Al-Masry Al-Youm reports the results of counting in 24 governorates, in which Morsy is in first place, followed by Shafiq. 


Live updates: Brotherhood’s Morsy leads in Egypt presidential elections

[Egypt Independent, English, 5/25/2012; See also Ahram Online, Al Jazeera]

Al-Masry Al-Youm reports the results of counting in 24 governorates, in which Morsy keeps first place, followed by Shafiq. The 24 governorates include Alexandria, Daqahlia, Sohag, Qalyubiya, Monufiya, Beheira, Gharbiya, Minya, Assuit, Kafr al-Sheikh, Qena, Fayoum, Beni Suef, Aswan, Damietta, Ismailia, Luxor, Port Said, Suez, the Red Sea, Marsa Matrouh, New Valley, North Sinai and South Sinai. Nationwide, Morsy has so far garnered 26 percent of votes (3.76 million). Shafiq has scored 23 percent (3.36 million). Nasserist Hamdeen Sabbahi follows Shafiq with 20 percent (2.996 million), Abouel Fotouh with 19 percent (2.728 million), then finally former Arab League chief Amr Moussa with 12 percent (179 million). 

Egypt to pick Islamist or military man as president

[Reuters, English, 5/25/2012]

This week’s first-round vote has polarized Egyptians between those determined to avoid handing the presidency back to a man from Mubarak’s era and those fearing an Islamist monopoly of ruling institutions. The run-off will be held on June 16 and 17. The second round threatens further turbulence. Opponents of Shafiq have vowed to take to the streets if he is elected. But to supporters, Shafiq’s military background offers reassurance that he can restore security, a major demand of the population 15 months after Mubarak’s ouster. The Brotherhood announced early on Friday that the run-off would be between Shafiq and Mursi after almost all votes were counted. A member of Shafiq’s campaign also said Mursi and Shafiq were in the lead, but that counting was not complete. Official results are not expected until Tuesday.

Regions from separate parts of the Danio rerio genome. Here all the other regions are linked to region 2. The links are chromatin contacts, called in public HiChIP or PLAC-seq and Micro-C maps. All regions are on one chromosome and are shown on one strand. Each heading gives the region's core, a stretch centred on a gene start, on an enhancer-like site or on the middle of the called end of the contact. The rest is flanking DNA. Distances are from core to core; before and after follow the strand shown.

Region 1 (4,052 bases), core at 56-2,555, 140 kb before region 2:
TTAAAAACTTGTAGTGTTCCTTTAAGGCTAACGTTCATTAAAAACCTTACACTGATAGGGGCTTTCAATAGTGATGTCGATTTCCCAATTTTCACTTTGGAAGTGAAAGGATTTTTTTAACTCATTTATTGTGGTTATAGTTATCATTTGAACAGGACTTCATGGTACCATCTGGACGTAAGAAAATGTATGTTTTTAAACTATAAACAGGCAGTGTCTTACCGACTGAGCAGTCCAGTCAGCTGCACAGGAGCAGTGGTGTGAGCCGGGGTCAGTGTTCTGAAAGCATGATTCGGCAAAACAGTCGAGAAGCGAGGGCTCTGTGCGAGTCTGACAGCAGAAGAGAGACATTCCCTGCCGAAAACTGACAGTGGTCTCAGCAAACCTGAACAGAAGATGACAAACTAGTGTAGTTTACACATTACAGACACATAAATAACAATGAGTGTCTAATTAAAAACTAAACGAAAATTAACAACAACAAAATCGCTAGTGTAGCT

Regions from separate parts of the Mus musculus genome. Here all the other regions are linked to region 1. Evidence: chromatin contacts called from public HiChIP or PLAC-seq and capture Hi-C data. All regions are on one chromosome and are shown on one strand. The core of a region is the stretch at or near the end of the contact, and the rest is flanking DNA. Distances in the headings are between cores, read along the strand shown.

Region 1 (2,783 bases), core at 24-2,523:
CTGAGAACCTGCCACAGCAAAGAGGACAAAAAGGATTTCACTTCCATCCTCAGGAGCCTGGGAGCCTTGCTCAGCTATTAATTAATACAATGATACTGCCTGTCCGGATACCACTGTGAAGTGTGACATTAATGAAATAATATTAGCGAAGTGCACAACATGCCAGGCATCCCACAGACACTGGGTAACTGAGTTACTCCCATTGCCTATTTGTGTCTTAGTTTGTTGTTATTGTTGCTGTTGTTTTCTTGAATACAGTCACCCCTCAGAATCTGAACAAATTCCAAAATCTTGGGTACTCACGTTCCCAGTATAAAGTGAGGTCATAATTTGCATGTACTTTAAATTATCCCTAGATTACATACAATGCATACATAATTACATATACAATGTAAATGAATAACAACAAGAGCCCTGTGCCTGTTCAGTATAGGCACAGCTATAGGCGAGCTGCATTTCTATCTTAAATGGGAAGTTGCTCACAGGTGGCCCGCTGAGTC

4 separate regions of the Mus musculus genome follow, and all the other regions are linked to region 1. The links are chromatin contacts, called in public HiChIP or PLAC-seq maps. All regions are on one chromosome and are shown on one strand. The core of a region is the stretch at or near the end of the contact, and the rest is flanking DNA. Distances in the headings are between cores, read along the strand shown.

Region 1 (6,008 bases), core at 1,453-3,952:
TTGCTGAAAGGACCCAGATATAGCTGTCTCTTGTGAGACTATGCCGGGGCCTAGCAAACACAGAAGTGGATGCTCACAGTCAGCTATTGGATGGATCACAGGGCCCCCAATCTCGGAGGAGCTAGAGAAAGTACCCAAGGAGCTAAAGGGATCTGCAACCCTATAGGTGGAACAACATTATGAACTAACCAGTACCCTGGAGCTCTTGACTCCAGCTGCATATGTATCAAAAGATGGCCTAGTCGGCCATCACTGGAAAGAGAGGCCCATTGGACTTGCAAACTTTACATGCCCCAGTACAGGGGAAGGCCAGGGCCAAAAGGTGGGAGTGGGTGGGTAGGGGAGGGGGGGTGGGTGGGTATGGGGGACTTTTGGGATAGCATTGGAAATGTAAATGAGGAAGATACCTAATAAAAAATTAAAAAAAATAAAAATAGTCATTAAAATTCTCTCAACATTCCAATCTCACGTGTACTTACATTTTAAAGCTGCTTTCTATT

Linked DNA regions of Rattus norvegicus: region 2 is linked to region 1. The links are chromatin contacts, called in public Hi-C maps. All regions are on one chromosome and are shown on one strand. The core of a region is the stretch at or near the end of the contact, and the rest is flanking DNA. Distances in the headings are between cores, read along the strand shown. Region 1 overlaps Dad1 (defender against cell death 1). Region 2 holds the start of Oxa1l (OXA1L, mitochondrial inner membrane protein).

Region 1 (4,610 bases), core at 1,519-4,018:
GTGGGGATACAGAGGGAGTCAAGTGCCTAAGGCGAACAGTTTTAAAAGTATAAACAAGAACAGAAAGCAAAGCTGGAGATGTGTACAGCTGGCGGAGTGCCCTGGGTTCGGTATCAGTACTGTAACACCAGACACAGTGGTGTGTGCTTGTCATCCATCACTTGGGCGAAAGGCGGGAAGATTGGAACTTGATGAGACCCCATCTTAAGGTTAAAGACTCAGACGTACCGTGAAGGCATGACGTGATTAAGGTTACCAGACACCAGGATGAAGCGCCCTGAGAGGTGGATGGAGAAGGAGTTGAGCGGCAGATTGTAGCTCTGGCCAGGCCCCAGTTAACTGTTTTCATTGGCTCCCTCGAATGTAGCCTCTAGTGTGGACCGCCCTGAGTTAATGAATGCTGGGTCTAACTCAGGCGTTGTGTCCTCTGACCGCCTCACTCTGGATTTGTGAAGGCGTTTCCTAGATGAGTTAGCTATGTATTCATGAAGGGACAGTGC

Egypt judges to provide independent presidential vote-count

[Ahram Online, English, 5/24/2012]

A "Parallel Elections Commission" website has been launched on which the final results Egypt’s 2012 presidential elections will be announced.

The service is an initiative of a number of independent judges of the "Judges for Egypt" movement whose aim is to “preserve the voices of all Egyptians and the transfer of all the results with utmost precision,” as stated on their website. According to the movement’s spokesperson, Walid El-Shoraby, 300 judges will be in charge of overlooking the process, headed by Zakaria Abdel-Aziz, the former president of the Judges’ Club. The judges are expected to be in close contact with peers in poll counting stations late Thursday. The results will be recorded on their site, egyptpresident2012.com, by each polling station one by one, which will give Egyptians a chance to follow how their candidate is doing in every ballot box.


Cabinet source: Governors will resign after new president is elected

[Egypt Independent, English, 5/25/2012]

The government of Prime Minister Kamal al-Ganzouri and the governors in all governorates will resign after Egypt’s new president is elected as per the Constitutional Declaration, said an official government source. Planning and International Cooperation Minister Fayza Abouelnaga said in a briefing Thursday that the coming president will decide whether the current government will stay in office, adding that the government continues to do its duties until the end of the transitional period late June. The military council made a partial government reshuffle earlier this month that included the ministers of higher education, culture and legislative affairs.


U.S. looks forward to working with new Egyptian leader

[Egypt Independent, English, 5/25/2012]

The United States pledged on Thursday to "stand with the Egyptian people" and said it looked forward to working with their democratically elected government. Secretary of State Hillary Clinton said Egypt marked "another important milestone in their transition to democracy" by holding its first free election for president in two days of balloting. "We look forward to working with Egypt’s democratically elected government," she said in a statement.

Photo Credit: Egypt Independent